15. "BlackDuck" post=369642 said:If you go at this with the thought that it really isn't an IPA, then I think this will be better than mediocre.....it has the potential to be a very refreshing lawnmower beer. If you are set on this being an IPA, well, then I think it will be less than mediocre. I guess I'm saying it won't be a bad beer at all, just not what they said it would be. That's fair, but I was definitely hoping that it would be what is was marketed as: a White IPA. Oh well, I guess...I am still looking forward to tasting the finished product. :gulp:
  16. "Kealia" post=369634 said: "asnider" post=369632 said: I'm really looking forward to this. I am tempted to brew the second batch right now, but I think I'll wait until I've tasted the first bottle of today's batch so that I can make some adjustments/additions if necessary. I think that would be wise since so few people have tasted it yet and there haven't been any rave reviews. Yeah. I haven't been keeping up with the thread, but I've gone back and read some of the early reviews and I'm disappointed. I hope that I'll like what I end up with. But if it ends up being mediocre after having spent roughly $60 for two cans with shipping...well, that's a very expensive price tag for a beer that is just OK.
  17. I finally found the time to brew my first batch of this seasonal today. (Thanks to manosteel9423 for helping me out with the shipping-to-Canada issue!) I managed to crack the coriander without ripping the spice bag (sort of...it did tear slightly, but the holes are so small that nothing can spill out of it). The brew process, being essentially the standard Mr. Beer process, went smoothly. There was a minor issue transferring the wort from the pot to the LBK, because the spice sack got stuck at the edge of the pot and ended up causing a minor spill...not enough to affect the brew too much, but I will definitely have to remember to fish the spice bag out with sanitized tongs before pouring the wort when I do batch #2. OG was 1.063. Hydro sample was nothing remarkable. At this ultra early stage, I wasn't able to pick out much more than the typical sweetness of unfermented malt. I'm really looking forward to this. I am tempted to brew the second batch right now, but I think I'll wait until I've tasted the first bottle of today's batch so that I can make some adjustments/additions if necessary.
  18. The tettnanger should go well with the Octoberfest, since they're German hops. Probably don't want to use pilsen yeast, though. The easiest thing to do might be just to brew it straight up, possibly with a short hop boil if you'd like (though Octoberfest is supposed to be pretty malty and not too hoppy). If you look in my signature, there is a recipe called "Sara's Honey Red" which uses the Octoberfest HME as a base. It's still conditioning, though, so I can't tell you if it turned out well.
  19. "billp" post=362989 said:Given that both booster and BrewMax add about the same amount of ABV (1.3% v. 1.0%) and cost the same why not use the LME? Is that extra .3% important enough to offset the longer conditioning time and cidery taste? As others have already said, the two products serve slightly different purposes. Booster adds ABV and body without affecting the taste very much. LME will change the flavour and make the beer maltier. This isn't necessarily a bad thing, but it's not always desirable. Most of the time, using UME instead of Booster is probably best. But some recipes call for adjuncts such as Booster for good reasons.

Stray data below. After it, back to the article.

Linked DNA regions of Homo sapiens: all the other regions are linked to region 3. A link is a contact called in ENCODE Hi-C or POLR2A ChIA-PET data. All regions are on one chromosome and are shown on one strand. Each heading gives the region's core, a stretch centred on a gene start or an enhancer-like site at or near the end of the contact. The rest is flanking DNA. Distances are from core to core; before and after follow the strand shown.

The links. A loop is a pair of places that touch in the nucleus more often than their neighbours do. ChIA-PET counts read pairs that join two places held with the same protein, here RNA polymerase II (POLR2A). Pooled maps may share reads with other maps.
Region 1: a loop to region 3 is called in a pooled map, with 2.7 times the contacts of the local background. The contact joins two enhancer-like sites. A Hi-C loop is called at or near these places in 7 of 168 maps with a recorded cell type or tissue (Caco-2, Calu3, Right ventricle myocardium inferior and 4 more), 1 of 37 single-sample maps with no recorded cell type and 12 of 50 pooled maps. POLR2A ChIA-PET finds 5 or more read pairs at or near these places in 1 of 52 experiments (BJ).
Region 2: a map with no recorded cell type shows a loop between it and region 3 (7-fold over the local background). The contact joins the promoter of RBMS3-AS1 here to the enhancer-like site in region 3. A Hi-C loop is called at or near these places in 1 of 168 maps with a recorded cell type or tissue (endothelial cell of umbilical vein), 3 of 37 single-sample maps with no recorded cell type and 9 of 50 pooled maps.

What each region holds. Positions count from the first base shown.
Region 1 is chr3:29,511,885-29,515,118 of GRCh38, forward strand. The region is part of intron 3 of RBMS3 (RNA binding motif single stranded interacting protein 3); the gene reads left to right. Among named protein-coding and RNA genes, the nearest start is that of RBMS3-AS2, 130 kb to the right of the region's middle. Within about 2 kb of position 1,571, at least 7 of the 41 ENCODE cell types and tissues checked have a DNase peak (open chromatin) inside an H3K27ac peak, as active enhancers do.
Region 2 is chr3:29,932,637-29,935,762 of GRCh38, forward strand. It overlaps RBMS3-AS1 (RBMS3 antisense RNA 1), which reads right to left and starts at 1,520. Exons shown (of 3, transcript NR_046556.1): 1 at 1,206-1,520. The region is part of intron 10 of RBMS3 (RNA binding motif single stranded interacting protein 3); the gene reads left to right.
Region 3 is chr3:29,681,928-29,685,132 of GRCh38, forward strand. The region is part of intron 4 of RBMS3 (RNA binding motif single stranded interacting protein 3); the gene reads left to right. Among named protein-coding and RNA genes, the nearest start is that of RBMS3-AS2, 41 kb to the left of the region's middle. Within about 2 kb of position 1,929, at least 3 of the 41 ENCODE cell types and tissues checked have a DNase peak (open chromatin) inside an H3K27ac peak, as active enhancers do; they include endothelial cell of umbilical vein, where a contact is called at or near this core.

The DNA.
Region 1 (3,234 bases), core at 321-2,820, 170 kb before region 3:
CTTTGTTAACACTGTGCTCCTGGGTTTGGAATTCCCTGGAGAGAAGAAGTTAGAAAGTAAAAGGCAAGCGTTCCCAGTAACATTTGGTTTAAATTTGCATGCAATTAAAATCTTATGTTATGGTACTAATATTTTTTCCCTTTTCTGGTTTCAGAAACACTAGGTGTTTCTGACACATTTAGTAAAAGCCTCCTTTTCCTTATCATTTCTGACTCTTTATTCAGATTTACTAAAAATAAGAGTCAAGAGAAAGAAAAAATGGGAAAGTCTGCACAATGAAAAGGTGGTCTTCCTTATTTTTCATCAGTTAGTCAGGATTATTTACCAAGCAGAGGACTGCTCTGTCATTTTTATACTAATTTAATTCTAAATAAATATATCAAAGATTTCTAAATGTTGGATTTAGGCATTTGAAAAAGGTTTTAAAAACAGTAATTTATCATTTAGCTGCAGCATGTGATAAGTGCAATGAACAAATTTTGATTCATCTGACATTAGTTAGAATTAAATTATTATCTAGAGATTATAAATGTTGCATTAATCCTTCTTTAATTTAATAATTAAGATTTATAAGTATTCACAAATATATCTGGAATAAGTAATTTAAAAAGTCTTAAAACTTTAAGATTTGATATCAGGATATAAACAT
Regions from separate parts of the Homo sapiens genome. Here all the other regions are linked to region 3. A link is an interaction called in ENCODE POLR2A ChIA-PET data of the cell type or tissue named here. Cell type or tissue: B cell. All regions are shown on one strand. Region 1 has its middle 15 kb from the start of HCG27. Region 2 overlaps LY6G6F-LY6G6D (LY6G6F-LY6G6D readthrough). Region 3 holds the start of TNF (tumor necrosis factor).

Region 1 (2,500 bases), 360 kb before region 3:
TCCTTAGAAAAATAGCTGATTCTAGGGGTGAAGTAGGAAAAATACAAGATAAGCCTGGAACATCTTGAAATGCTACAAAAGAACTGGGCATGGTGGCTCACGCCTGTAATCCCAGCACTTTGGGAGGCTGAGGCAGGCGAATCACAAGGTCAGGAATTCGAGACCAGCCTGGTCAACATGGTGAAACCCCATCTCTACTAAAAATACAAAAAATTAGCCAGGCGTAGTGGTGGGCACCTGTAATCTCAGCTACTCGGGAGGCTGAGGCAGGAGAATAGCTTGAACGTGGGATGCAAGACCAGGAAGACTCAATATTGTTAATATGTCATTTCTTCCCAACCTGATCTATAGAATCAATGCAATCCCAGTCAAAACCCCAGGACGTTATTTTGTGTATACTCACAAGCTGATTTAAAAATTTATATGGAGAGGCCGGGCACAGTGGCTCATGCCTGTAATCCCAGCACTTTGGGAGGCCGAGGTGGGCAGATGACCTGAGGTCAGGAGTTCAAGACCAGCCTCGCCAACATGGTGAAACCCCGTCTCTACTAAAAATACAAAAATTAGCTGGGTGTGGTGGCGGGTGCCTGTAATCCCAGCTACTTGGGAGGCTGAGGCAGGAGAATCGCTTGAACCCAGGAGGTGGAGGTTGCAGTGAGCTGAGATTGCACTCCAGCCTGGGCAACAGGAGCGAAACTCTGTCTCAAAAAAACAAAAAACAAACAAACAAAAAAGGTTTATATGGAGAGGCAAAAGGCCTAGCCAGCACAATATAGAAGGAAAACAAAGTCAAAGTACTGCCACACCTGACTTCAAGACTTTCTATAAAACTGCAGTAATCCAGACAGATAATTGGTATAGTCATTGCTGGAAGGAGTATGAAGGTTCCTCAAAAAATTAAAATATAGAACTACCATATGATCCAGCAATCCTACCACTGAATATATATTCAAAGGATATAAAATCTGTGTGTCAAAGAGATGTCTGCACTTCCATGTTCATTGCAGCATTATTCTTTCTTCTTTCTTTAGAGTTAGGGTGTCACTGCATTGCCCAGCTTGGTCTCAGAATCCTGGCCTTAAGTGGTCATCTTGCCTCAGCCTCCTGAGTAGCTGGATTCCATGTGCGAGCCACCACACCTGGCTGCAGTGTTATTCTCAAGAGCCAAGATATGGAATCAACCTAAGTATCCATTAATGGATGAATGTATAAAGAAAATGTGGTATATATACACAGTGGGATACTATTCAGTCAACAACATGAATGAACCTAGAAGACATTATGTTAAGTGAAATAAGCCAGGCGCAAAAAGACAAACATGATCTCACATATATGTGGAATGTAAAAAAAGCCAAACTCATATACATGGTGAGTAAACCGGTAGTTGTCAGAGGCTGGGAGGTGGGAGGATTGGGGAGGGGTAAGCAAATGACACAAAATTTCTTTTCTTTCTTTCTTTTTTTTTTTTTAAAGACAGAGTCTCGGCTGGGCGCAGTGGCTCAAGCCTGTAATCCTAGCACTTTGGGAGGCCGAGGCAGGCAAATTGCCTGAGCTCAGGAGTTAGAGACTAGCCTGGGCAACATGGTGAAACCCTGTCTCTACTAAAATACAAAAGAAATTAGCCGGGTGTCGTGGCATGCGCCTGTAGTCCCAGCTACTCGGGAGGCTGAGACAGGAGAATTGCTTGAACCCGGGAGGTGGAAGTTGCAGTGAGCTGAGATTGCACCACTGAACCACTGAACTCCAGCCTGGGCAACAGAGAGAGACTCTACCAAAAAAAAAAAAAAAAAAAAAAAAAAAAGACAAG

20. Just a quick update. I bottled this batch yesterday. Hydro sample wasn't sweet (tasted like flat beer, as it should) and seemed to have a decent hop backbone. It's always hard to tell until it's carbed and conditioned, but it seems like this might work out OK after all.
  21. "Jim Johnson" post=361110 said:yeah i loose a about half a gallon on an hour boil. messed me up till i figured out the loss rate now i just add 5 pints extra at the start. i don't think you can raise the abv now. how weak do the numbers say it is? It's the IBU I'm concerned about, not the ABV. But it sounds like I might be OK, based on packerduf's comment.
  22. "packerduf" post=361107 said:The Oktoberfest HME makes for a malty brew, for sure. I added a full pound of DME to my last Oktoberfest mod (no hop boil), and it seemed extremely malty out of the LBK. Once I kegged it, and it was fully carbed, it was much better. RDWHAHB. I've been doing a bit more reading and it seems that the perceived IBUs will be higher once the beer is carbed and conditioned. I'll RDWHAHB and, if it does turn out to sweet for my liking, I'll know to adjust it next time. :gulp: :banana:
  23. Yes, there was DME in there, too. Basically, what I'm saying is that there wasn't enough water in the pot when I did my hop boil. A lot of the water boiled off, so I was left with a fairly small amount of hop boiled wort prior to adding the HME and topping up the LBK.
  24. The honey red I brewed recently seems like it's coming in waaay too sweet (based on the sample I just tasted). I think that this is because a lot of the water boiled off when I was doing my hop boil, so I ended up not actually adding much hop bitterness to the beer despite the 50 minute boil. Is there anyway to add bitterness and help balance this out a bit post-fermentation? I'm thinking about a tea-hop, but I believe that's mainly for adding aroma. Can anything be done, or is this a case of: lesson learned, use a lot more water for the hop boil the next time I attempt this recipe?
  25. "Christ872" post=359773 said:Adam~ I'm sorry I didn't see this before, Looks good, but...had I seen this beforehand...my suggestion would have been to extend the bitterness boil...either by the amount of Sterling or the length. Looking at the revision of the recipe...you projected an OG of 1.047 and an IBU of 22. At this point your BU:GU ratio is less than 0.50 (0.47 to be more precise). Which...to me...would indicate a lot sweeter beer. Personally for me it doesn't feel balanced until I get to around 0.63-0.65 (in that range). If you're been doesn't have the bitterness backbone...I would suggest that this may be the culprit. Not concern about anything else I see. Thanks for the tip about getting the right hop balance. I'll aim for a higher ration next time I make this one. Am I right in thinking that a longer boil with the same amount of hops will add more bitterness, but the same boil with more hops will increase both the IBUs and the hop flavour?